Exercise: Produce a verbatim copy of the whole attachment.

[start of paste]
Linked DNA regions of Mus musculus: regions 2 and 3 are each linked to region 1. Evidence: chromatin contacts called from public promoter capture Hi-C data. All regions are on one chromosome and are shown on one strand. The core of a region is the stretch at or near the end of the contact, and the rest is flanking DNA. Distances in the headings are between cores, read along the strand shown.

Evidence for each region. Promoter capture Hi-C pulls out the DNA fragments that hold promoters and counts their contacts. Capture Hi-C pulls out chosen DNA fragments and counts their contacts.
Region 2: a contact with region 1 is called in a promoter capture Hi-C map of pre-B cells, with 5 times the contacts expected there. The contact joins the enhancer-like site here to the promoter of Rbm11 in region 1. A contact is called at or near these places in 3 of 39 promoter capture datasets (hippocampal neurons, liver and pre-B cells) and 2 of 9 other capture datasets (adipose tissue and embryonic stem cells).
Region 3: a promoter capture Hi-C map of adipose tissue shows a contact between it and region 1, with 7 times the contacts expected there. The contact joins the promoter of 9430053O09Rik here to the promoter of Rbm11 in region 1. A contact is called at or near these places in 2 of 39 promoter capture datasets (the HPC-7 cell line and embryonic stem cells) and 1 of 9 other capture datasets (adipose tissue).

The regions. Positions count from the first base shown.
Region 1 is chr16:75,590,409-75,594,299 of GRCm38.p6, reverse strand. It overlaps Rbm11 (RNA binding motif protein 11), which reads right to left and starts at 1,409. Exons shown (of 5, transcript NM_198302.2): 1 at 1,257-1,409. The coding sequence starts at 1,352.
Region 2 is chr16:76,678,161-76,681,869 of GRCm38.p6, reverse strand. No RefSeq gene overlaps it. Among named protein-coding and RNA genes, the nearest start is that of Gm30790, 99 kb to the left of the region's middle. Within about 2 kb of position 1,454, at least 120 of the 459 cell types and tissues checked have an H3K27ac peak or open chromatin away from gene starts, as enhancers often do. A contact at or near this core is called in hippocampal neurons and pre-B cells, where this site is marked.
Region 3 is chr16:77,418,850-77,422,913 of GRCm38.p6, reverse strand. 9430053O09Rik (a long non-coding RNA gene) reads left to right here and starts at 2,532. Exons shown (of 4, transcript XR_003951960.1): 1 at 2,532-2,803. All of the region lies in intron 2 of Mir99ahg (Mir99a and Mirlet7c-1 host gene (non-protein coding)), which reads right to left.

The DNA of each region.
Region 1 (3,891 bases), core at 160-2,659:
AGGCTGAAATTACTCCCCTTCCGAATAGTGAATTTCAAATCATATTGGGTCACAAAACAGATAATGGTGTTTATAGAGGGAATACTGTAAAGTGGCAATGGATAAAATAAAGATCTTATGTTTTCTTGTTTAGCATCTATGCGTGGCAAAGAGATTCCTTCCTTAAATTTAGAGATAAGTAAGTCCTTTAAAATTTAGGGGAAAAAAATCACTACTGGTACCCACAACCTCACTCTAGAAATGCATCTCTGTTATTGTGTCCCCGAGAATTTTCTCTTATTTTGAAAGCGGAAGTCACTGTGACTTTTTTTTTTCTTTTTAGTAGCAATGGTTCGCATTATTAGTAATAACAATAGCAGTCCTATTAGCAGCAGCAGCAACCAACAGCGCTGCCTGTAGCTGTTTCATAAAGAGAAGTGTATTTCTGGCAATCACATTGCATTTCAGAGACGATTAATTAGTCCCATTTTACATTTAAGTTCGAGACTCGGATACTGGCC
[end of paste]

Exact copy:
Linked DNA regions of Mus musculus: regions 2 and 3 are each linked to region 1. Evidence: chromatin contacts called from public promoter capture Hi-C data. All regions are on one chromosome and are shown on one strand. The core of a region is the stretch at or near the end of the contact, and the rest is flanking DNA. Distances in the headings are between cores, read along the strand shown.

Evidence for each region. Promoter capture Hi-C pulls out the DNA fragments that hold promoters and counts their contacts. Capture Hi-C pulls out chosen DNA fragments and counts their contacts.
Region 2: a contact with region 1 is called in a promoter capture Hi-C map of pre-B cells, with 5 times the contacts expected there. The contact joins the enhancer-like site here to the promoter of Rbm11 in region 1. A contact is called at or near these places in 3 of 39 promoter capture datasets (hippocampal neurons, liver and pre-B cells) and 2 of 9 other capture datasets (adipose tissue and embryonic stem cells).
Region 3: a promoter capture Hi-C map of adipose tissue shows a contact between it and region 1, with 7 times the contacts expected there. The contact joins the promoter of 9430053O09Rik here to the promoter of Rbm11 in region 1. A contact is called at or near these places in 2 of 39 promoter capture datasets (the HPC-7 cell line and embryonic stem cells) and 1 of 9 other capture datasets (adipose tissue).

The regions. Positions count from the first base shown.
Region 1 is chr16:75,590,409-75,594,299 of GRCm38.p6, reverse strand. It overlaps Rbm11 (RNA binding motif protein 11), which reads right to left and starts at 1,409. Exons shown (of 5, transcript NM_198302.2): 1 at 1,257-1,409. The coding sequence starts at 1,352.
Region 2 is chr16:76,678,161-76,681,869 of GRCm38.p6, reverse strand. No RefSeq gene overlaps it. Among named protein-coding and RNA genes, the nearest start is that of Gm30790, 99 kb to the left of the region's middle. Within about 2 kb of position 1,454, at least 120 of the 459 cell types and tissues checked have an H3K27ac peak or open chromatin away from gene starts, as enhancers often do. A contact at or near this core is called in hippocampal neurons and pre-B cells, where this site is marked.
Region 3 is chr16:77,418,850-77,422,913 of GRCm38.p6, reverse strand. 9430053O09Rik (a long non-coding RNA gene) reads left to right here and starts at 2,532. Exons shown (of 4, transcript XR_003951960.1): 1 at 2,532-2,803. All of the region lies in intron 2 of Mir99ahg (Mir99a and Mirlet7c-1 host gene (non-protein coding)), which reads right to left.

The DNA of each region.
Region 1 (3,891 bases), core at 160-2,659:
AGGCTGAAATTACTCCCCTTCCGAATAGTGAATTTCAAATCATATTGGGTCACAAAACAGATAATGGTGTTTATAGAGGGAATACTGTAAAGTGGCAATGGATAAAATAAAGATCTTATGTTTTCTTGTTTAGCATCTATGCGTGGCAAAGAGATTCCTTCCTTAAATTTAGAGATAAGTAAGTCCTTTAAAATTTAGGGGAAAAAAATCACTACTGGTACCCACAACCTCACTCTAGAAATGCATCTCTGTTATTGTGTCCCCGAGAATTTTCTCTTATTTTGAAAGCGGAAGTCACTGTGACTTTTTTTTTTCTTTTTAGTAGCAATGGTTCGCATTATTAGTAATAACAATAGCAGTCCTATTAGCAGCAGCAGCAACCAACAGCGCTGCCTGTAGCTGTTTCATAAAGAGAAGTGTATTTCTGGCAATCACATTGCATTTCAGAGACGATTAATTAGTCCCATTTTACATTTAAGTTCGAGACTCGGATACTGGCC